The Peninsula of Qatar produced this article of Colman Hands, Senior Sustainability Expert at The Al-Attiyah Foundation on November 7th, 2017. It is about the hydro carbon markets for a sustainable tomorrow ; this is by the way being debated today at a launch of a new booklet entitled Sustainable Development Goals & Energy Nexus.
The country is as per the same media still going through a “Blockade imposed on Qatar by the siege countries has helped the country to move further on the path of sustainability. Addressing a conference, Abdullah bin Hamad Al Attiyah, Chairman of The Al-Attiyah International Foundation for Energy and Sustainable Development, said that siege countries have failed to get global support on the issue of blockade.”
Kyoto’s approach to carbon markets still the foundation for a sustainable tomorrow
The late statistician Hans Rosling has the most watched TED Talks of all time. In a presentation titled “The best stats you’ve ever seen”, Hans Rosling uses socio-economic data derived from UN sources to challenge our biases and pre-conceived notions about development and growth.
While even the best statisticians and academicians perceive a wide-gap between the Industrialised Western Nations and the Third World, Rosling demonstrated that the gap was closing. The animated graphs and a sports-commentary like lecture by Rosling showed the rapid progress third world nations made in the 1980s and the 90s.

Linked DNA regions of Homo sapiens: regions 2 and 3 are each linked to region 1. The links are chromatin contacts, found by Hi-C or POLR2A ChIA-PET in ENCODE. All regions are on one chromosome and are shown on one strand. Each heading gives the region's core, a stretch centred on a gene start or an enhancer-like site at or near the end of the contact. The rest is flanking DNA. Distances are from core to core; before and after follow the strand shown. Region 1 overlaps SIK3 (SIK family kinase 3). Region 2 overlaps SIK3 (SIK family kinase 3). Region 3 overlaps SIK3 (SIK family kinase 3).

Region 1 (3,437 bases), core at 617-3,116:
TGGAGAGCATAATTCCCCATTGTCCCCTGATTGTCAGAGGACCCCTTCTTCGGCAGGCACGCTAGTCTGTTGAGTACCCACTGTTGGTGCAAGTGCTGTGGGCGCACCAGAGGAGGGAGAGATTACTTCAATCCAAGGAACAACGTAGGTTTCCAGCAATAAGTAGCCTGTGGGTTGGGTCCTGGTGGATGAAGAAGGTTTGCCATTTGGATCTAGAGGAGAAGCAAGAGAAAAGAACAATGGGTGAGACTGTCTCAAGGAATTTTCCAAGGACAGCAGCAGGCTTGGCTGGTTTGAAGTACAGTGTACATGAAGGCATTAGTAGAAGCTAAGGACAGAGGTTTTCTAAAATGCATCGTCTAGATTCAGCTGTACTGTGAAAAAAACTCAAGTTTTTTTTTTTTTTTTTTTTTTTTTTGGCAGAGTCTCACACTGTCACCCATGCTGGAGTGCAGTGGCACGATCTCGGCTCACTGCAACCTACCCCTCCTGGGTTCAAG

It was also a period in which climate-change was slowly becoming a hot-button issue. While the third world was making tremendous progress riding the wave of capitalism and free-market, scientists were ringing alarm bells at the forth-coming destruction that was all our doing. But any discussions on reducing Green House Gases brought out worries instead of ideas.
Developed and developing economies were concerned that resolutions on climate change could invariably harm the industrial sector and make electricity expensive – factors that spurred growth.
It would be hypocritical of the rich nations to ask developing countries to adopt unfeasible and impractical solutions to fight climate change, seeing how they themselves built powerful economies through unfettered use of natural resources. But, as the debate raged on for years, the members of the UN started coming together on an unfettered unlikely policy.
Could the system that propelled economies also drive the global fight against climate change?
By 1997, the Intergovernmental Panel on Climate Change, set up by the UN was almost nine years old. At this point, there was piling evidence that the emissions from human-activity would have devastating consequences on the planet. The world then met in Kyoto, Japan to ratify an agreement that came to be known as the Kyoto protocol.
The Carbon Market was set-up with three innovative mechanisms to reduce the amount of carbon in the atmosphere: Emission Trading, Joint Implementation and Clean Development Mechanism.
The 37 industrialised nations and European community were required to reduce their emission levels by 5.2% from 2008-2012. While all countries were obligated to contribute towards climate change efforts, the larger commitments were directed towards the developed nations.
Each country is allocated a generous allowance of carbon emission targets known as carbon units. The logic of the markets implied that some countries use their quotas more efficiently than others: possibly through the adoption of emission reducing technologies, renewable energies and green business practices. The countries with an excess of carbon units could then sell it to those who had exhausted their quotas for a price dictated by the free market.